90 percent of debris removed at harbors;
dredging, construction underway shortly

More than 90 percent of the submerged debris has been removed from Biloxi’s waterfront harbors and marina, and construction on a new Biloxi Small Craft Harbor could begin by the end of August and could be completed in as early as nine months.

The debris removal efforts were first necessary before contractors could begin dredging silt that Hurricane Katrina left in the more than 512 boat slips maintained by the city.

In all, the city expects to make more than $26 million in repairs and improvements to its harbors, marina, piers and boat ramps located around the 16-square mile Biloxi peninsula.

“That’s just the initial projection on the cost of these repairs and improvements,” Port Manager Frankie Duggan said. “With supply and demand issues that we’re seeing in construction locally, the bids on individual projects could drive these projects even higher, but that’s something we’re going to be working out with FEMA once bids begin coming in.”

Duggan said city and federal authorities would have an initial idea of cost on Aug. 1, when bids are due for the dredging and construction at the Biloxi Small Craft Harbor, where a couple hundred vessels were accommodated prior to Katrina but has been virtually unusable since Aug. 29, 2005. The city offered more than 500 slips before the storm – about 425 for recreational craft and about 85 for commercial vessels.

“We had a pre-bid conference on the small craft harbor this week, and we had at least three electrical contractors and four general marine contractors, so there’s a lot of interest,” Duggan said. “If FEMA approved, we hope to be able to select a contractor by mid-August so they’ll be able to begin dredging, demolition and actual construction at the small craft harbor.

“My goal is to have a fully operational harbor in April or May, but we’ll have to see if it can be done in that 180 days.”

The city and FEMA’s initial estimates are $4 million for the small craft harbor work, which includes dredging to 11 feet throughout the facility.


Point Cadet Marina: Intial construction underway

Construction is underway on a new bulkhead between E and H piers, which is part of an Isle of Capri-funded project that will see two new piers and a dozen new slips to accommodate as many as a dozen 40- to 60-foot vessels.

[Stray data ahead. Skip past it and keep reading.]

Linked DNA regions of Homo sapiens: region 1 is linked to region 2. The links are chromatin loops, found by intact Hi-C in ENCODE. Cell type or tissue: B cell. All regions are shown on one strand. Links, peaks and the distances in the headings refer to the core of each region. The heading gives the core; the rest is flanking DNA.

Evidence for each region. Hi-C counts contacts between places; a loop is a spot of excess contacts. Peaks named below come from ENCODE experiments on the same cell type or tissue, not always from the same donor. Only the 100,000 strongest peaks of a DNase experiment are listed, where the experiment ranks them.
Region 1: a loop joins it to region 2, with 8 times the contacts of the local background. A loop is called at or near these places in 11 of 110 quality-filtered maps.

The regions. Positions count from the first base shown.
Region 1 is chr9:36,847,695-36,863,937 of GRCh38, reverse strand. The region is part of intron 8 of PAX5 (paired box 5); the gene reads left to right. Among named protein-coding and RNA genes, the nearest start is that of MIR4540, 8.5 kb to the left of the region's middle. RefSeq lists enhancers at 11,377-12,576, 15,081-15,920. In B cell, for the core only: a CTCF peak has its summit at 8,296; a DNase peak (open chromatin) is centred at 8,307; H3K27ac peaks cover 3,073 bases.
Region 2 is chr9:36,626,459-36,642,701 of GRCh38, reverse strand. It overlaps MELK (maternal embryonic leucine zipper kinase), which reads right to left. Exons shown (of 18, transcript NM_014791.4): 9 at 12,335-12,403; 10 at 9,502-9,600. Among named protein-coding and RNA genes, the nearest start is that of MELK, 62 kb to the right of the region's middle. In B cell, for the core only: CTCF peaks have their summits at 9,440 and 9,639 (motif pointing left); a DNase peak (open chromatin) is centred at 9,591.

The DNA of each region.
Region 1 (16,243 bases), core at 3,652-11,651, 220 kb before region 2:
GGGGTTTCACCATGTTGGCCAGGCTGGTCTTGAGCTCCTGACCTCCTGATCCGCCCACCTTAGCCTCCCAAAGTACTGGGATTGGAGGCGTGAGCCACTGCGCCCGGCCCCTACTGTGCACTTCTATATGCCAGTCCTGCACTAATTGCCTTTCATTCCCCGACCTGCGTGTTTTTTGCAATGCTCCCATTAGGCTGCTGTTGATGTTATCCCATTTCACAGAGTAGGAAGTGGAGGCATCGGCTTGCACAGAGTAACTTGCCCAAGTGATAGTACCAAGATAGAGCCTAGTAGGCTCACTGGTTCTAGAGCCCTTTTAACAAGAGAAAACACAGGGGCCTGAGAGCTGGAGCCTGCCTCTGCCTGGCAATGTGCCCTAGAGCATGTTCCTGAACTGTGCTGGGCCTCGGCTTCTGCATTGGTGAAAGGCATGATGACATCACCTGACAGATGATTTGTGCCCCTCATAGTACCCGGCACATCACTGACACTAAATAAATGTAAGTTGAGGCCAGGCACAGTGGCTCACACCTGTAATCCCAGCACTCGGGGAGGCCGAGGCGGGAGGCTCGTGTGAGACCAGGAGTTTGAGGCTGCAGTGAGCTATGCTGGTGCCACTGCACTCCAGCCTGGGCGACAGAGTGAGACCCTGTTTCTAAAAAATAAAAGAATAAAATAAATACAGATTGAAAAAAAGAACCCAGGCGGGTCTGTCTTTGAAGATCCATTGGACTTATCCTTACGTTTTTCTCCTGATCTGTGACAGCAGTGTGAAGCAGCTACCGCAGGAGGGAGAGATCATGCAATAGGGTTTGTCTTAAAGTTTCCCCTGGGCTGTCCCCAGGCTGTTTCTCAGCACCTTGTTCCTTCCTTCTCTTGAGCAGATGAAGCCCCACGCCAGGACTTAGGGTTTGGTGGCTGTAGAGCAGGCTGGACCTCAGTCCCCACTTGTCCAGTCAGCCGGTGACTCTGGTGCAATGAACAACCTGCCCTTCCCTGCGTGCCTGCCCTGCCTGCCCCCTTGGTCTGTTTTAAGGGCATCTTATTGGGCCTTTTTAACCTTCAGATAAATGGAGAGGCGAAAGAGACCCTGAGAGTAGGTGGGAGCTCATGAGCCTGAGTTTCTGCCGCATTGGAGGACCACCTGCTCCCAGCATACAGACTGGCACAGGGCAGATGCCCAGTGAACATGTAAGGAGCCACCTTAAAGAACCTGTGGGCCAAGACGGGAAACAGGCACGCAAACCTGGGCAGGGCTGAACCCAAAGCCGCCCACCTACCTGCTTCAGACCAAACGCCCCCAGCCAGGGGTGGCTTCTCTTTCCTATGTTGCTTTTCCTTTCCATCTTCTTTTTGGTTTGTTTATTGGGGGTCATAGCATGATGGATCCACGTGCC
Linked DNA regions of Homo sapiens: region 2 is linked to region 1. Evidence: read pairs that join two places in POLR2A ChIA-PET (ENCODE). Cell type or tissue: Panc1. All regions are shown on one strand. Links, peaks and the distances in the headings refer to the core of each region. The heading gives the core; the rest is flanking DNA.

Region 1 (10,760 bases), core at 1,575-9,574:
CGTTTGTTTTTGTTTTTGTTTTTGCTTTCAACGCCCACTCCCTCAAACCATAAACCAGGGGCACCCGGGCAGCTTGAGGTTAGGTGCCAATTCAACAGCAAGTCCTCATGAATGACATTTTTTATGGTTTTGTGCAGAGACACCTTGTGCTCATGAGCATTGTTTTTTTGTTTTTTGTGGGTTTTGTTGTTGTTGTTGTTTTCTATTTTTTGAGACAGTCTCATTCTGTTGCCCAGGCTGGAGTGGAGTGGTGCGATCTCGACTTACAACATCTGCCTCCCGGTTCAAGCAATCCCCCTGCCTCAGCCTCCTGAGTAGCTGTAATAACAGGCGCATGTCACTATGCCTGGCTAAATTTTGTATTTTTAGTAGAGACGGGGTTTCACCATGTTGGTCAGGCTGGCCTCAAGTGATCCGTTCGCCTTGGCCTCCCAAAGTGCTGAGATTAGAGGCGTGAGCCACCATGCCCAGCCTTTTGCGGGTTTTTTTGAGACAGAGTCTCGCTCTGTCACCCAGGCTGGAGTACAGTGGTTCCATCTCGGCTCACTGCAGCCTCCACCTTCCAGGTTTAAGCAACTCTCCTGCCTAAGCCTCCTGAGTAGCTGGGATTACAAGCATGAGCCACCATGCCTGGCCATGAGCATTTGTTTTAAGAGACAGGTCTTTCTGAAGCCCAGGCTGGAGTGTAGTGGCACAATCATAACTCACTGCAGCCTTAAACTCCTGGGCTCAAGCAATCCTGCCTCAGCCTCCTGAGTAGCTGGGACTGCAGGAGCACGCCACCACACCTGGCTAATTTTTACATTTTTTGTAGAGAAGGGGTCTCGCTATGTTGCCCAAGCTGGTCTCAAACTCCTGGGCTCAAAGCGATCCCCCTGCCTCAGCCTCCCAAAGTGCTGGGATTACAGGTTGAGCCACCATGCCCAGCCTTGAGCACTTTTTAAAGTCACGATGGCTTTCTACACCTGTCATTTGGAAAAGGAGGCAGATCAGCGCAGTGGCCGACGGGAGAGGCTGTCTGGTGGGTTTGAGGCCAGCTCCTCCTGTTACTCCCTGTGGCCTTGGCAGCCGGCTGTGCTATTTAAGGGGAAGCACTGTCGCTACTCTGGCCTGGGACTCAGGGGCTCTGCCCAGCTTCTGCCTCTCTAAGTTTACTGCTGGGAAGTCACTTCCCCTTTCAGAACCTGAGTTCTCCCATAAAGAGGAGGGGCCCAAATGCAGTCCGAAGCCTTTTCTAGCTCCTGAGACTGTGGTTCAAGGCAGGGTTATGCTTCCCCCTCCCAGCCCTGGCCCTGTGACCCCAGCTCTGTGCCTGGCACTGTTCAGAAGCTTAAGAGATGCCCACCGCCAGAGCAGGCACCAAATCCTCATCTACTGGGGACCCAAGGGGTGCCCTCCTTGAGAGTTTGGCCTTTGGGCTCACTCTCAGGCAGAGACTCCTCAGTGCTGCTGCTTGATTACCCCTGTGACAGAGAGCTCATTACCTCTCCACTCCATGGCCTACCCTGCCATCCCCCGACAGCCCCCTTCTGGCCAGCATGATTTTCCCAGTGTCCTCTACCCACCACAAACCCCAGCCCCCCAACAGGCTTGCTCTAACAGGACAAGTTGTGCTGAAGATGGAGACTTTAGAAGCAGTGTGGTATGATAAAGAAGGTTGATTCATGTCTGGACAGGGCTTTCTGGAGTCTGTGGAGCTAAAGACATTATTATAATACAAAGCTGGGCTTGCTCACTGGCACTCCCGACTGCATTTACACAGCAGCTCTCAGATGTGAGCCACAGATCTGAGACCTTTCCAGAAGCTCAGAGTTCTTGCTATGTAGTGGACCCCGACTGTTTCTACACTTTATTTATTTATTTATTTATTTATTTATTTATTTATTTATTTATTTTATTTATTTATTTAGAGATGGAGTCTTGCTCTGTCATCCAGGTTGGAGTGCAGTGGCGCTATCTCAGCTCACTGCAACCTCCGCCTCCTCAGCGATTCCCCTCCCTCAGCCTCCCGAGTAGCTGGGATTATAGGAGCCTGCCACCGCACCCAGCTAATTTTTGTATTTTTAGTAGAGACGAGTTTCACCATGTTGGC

“With the Isle of Capri expansion, we lost five slips, but their work on building two new piers will add 12 slips, giving us seven more than we had before the storm,” Duggan said. “And they’re doing the dredging and construction right now.”

Overall design work for repairs and improvements for Point Cadet Marina are expected to be completed and approved by FEMA in October, Duggan said. “You have a few factors to consider here,” he added. “First, there’s the FEMA approval, which is necessary to obtain at several points on any project, and the Point Cadet Marina work all has to be coordinated with the construction on the Isle’s expansion. But the good news is the initial dredging and construction of the two new piers is underway right now.”

Other waterfront work in the offing

Design work is underway on plans to rebuild storm-destroyed piers near the Biloxi Lighthouse and Coast Coliseum. The plan, pending FEMA approval, is to construct piers that would use concrete pilings to diminish the risk of damage from future storms. The project is expected to be ready to advertise for bids in several weeks.

Material used for offshore fishing reef

Portions of the debris being removed from Point Cadet Marina are being used in an offshore reef instead of being crushed and placed in a landfill.

Debris coordinator Jonathan Kiser, who is overseeing the 45-day debris removal contract at three of the city’s waterfront facilities, said Young’s General Contracting was able to modify an existing Department of Marine Resources permit to include debris from city harbors in an offshore reef. The company removed 16 damaged concrete panels from a pier at Point Cadet.

Young’s General Contracting also helped deliver concrete to the offshore reef, which was coordinated by the DMR.

Further dredging will identify more debris and be the next step before repairs to the harbors and piers can begin.


DMR overseeing Back Bay debris cleanup

The Department of Marine Resources is working on the next phase of the marine debris removal with two contractors, Kiser said.

Childress Marine, which is staging under the I-110 highrise at D’Iberville, is working on a 120-day contract to clean up the Back Bay, and CDP Inc., which is basing its operations at the Popp’s Ferry causeway, is working to clean up the canals and bayous that feed into the Back Bay.

The Coast Guard is providing assistance to DMR through administering the contract oversight of the cleanup of the marine debris contracts.

Collection of marina, harbor photos online

You can see more than a hundred photos of the debris removal efforts by clicking here.

You can see photographs of Point Cadet Marina, taken the day before Hurricane Katrina, in the city’s online Photo Gallery. To see, click here.

To see a November 2006 aerial of Point Cadet Marina, click here.

To see a November 2006 aerial of the Biloxi Small Craft Harbor and adjoining Commercial Harbor, click here.

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